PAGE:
The organ prelude Herzliebster Jesus, was hast du verbrochen (‘Ah, holy Jesus, how hast Thou offended’) was commissioned by Merton College, Oxford and I heard it there in April 2014 when I attended the premiere of Jackson’s The Passion of our Lord Jesus Christ (review). The piece is part of the Orgelbüchlein Project through which many composers have been invited to compose chorale preludes to complete the 118 ‘missing’ pieces in Bach’s collection to which he gave only titles. Jackson’s contribution is short but effective. The melody in the right hand is highly decorated, albeit in a subdued fashion. What really grabs my attention, however, are the irregular chords in the left hand and pedals which punctuate the piece. I don’t know if this is the intention but to me they suggest the faltering trudge of the exhausted Christ, bowed down by the weight of his cross. Luke Bond plays the piece very well.

There’s a Merton connection to the Seven Advent Antiphons. In 2012, as part of the Merton Choirbook project seven composers were commissioned each to compose a setting of one of the so-called Great ‘O’ antiphons. Jackson was invited to set the fourth antiphon, ‘O Clavis David’ and the collection was recorded by the Merton College choir (review). A couple of years later Jackson decided to incorporate ‘O Clavis David’ into a complete set of the antiphons for the Truro Cathedral choir to sing at their 2014 Advent liturgy. These are now recorded compete for the first time. These verses are sung or recited as Magnificat antiphons at Vespers or Evensong between 17 and 23 December. Jackson says that he tried to craft each one so as to give the sense of a prelude to something and I think he has succeeded. Each setting conveys a sense of expectancy and the expectation heightens incrementally until in the seventh one, ‘O Emanuel’. The music becomes urgently expectant. The antiphons receive splendid performances here and I’d single out especially the excellent treble soloist, Harry Flint who carries the musical argument in the penultimate antiphon, ‘O Rex Gentium’. Incidentally if you haven’t heard ‘O Clavis David’ before don’t be disconcerted by what seems at first hearing to be extraneous whispering picked up by the microphones; it’s deliberate.

The Truro choir has already recorded Missa Triueriensis under Christopher Gray’s predecessor, Robert Sharpe, though that is a recording I’ve not heard (review). It’s a very good, deliberately concise setting of the Mass for unaccompanied voices. Jackson says that the setting, written to mark his father’s 75th birthday, is ‘about’ Tudor music – there are a number of influences – and ‘about’ the Truro choir. The Gloria is admirably concise and varied while the bell-like chords that open the Sanctus certainly grab the attention. The choir has also already set down, this time under Christopher Gray’s direction, Cantate Domino (review). Here the opening is very impressive with fresh-sounding trebles heard against a lightly dancing organ part. The piece effectively mixes joyful music and passages that are more reflective before achieving a quiet conclusion. As ever with this composer the choral writing is full of interest and in this piece the organ part adds significant excitement. The Truro ‘Mag’ and ‘Nunc’ are more restrained. Asked initially for a fauxbourdon setting, Jackson came up with his own ingenious take on that style of writing, using monodic and fairly plain homophonic writing for alternate verses. There’s an interesting harmonic shift for the doxology of each canticle and this device serves to punctuate the music as would happen if, in an accompanied setting, the organ set a different tone at this point.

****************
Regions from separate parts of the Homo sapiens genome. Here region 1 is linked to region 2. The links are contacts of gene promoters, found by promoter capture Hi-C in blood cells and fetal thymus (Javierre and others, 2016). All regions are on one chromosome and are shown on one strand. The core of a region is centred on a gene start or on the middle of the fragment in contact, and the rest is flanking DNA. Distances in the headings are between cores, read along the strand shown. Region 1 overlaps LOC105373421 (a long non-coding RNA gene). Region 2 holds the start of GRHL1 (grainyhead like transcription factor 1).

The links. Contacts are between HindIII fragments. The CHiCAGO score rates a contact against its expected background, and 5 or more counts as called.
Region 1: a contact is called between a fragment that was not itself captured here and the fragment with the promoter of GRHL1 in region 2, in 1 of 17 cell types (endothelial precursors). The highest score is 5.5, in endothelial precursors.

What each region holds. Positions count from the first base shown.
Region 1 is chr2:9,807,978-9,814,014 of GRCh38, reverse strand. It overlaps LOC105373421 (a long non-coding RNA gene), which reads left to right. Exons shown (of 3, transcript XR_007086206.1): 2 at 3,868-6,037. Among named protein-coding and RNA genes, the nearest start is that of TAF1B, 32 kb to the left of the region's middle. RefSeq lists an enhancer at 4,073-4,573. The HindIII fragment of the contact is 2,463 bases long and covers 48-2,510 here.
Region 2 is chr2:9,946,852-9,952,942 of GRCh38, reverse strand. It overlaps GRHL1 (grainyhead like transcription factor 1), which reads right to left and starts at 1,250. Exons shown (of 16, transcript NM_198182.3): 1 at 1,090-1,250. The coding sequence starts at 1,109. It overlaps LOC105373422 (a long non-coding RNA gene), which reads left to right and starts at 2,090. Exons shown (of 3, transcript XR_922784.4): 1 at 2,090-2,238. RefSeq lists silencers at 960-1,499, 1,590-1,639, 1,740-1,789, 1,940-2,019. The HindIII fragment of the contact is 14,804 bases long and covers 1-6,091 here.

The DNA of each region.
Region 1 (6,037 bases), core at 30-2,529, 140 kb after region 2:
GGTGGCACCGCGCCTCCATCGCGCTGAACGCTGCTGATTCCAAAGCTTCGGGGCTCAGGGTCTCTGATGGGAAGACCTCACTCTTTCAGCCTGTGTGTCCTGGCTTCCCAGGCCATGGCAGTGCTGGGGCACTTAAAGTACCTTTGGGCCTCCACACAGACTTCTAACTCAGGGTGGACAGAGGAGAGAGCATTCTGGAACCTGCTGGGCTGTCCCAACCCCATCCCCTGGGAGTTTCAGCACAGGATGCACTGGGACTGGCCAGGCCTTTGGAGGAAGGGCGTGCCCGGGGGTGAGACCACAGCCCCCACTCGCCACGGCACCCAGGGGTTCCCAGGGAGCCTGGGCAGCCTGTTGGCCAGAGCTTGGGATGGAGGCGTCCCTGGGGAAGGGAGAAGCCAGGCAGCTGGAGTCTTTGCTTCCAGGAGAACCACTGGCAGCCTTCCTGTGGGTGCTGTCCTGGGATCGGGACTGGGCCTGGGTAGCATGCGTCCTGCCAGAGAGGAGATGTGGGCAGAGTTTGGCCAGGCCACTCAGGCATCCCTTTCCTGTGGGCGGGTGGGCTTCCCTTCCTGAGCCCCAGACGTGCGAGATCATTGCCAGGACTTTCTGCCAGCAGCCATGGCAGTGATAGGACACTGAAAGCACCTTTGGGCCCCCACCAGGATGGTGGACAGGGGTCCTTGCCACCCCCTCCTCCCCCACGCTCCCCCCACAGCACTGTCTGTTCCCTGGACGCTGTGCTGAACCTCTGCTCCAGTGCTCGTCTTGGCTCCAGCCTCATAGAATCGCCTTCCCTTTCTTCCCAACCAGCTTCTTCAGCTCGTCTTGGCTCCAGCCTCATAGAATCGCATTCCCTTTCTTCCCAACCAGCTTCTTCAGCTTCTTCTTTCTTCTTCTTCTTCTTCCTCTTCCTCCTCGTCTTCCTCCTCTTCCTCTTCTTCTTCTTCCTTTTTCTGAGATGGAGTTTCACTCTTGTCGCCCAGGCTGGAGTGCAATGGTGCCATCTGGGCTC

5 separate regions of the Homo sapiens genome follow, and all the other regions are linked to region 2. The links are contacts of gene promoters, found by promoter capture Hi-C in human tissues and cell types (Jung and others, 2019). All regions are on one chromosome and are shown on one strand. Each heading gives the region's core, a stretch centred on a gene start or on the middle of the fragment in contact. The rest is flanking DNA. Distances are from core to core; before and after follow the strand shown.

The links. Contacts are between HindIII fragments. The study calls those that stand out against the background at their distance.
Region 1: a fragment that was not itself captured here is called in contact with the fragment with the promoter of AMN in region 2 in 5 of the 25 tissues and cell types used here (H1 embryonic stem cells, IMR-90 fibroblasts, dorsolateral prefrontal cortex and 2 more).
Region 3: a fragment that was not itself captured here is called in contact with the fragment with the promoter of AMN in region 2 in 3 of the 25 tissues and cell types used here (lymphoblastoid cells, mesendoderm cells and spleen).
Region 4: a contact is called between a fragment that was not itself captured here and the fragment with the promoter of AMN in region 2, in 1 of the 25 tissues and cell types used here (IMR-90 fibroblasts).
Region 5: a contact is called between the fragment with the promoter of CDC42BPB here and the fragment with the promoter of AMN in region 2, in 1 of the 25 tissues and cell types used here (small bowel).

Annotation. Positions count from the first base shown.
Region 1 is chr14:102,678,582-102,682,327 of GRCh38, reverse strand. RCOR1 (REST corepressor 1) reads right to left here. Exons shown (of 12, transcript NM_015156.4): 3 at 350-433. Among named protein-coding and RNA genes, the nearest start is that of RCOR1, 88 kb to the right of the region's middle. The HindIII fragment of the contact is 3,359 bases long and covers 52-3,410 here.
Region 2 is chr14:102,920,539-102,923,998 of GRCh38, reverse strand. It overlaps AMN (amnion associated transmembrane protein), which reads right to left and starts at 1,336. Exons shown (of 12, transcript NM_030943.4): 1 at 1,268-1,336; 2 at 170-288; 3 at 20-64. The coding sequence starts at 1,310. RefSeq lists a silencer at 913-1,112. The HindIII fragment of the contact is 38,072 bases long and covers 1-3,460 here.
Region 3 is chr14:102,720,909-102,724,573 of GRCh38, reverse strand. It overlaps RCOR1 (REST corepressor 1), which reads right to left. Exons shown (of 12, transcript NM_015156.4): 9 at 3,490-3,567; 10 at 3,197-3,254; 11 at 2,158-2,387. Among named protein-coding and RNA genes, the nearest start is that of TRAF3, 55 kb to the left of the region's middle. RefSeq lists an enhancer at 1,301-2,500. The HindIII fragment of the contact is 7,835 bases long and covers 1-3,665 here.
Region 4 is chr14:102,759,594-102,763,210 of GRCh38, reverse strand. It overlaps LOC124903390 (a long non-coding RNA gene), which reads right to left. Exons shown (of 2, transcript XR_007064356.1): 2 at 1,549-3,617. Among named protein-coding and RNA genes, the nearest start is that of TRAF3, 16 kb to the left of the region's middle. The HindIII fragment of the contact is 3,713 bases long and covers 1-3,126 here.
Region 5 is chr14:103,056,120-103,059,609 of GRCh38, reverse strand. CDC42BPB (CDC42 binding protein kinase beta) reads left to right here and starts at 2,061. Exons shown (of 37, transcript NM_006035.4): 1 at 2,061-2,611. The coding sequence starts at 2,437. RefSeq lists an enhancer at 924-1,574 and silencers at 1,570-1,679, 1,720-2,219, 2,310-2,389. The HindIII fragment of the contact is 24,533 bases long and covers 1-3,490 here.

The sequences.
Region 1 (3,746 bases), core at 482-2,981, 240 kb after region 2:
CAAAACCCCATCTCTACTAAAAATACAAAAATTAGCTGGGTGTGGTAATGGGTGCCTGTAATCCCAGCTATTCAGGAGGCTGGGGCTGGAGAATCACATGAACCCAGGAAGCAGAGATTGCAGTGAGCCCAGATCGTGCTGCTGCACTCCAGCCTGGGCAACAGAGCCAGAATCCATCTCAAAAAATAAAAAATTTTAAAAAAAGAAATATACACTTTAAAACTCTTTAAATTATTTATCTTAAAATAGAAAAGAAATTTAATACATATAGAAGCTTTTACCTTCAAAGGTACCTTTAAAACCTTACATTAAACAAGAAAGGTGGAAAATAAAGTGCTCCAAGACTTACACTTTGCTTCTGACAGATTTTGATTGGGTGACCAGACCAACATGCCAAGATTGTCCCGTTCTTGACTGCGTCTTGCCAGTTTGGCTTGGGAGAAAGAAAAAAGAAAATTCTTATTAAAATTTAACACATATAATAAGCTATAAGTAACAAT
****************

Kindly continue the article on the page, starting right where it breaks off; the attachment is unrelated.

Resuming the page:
The only piece I’ve not mentioned is That wind blowing and that tide. This is a setting of Kipling’s famous poem, My Boy Jack and in many ways it epitomises the working relationship between this composer and this choir. Invited to write a piece commemorating World War I, Jackson held a workshop with the Truro choristers and Christopher Gray. From the booklet notes it’s clear that the ideas put forward by the boys had a big input into the piece which resulted. It’s for trebles divided into two groups so that the ‘two voices’ of the poem can be differentiated. One group sings a cappella while the other is discreetly accompanied by the organ. An obbligato saxophone weaves in and out of the texture illustrating the wind referred to in the poem. The Truro trebles sing the music very well but, then, it is in a very real sense their piece.

The disc is full of imaginatively crafted music which gives further evidence of why Gabriel Jackson is so highly regarded as a choral composer. The music is challenging to sing, I’m sure, but as is his wont no outrageous, unmusical demands are made on the singers. Furthermore in each piece the music seems to constitute an unerring response to the chosen text. The singing of the Truro Cathedral choir is uniformly excellent. I’ve heard several of their previous discs and never been disappointed but this latest one is as fine as any I’ve heard from them.

The recorded sound is very good indeed and the documentation, which includes valuable notes by the composer, is comprehensive.

John Quinn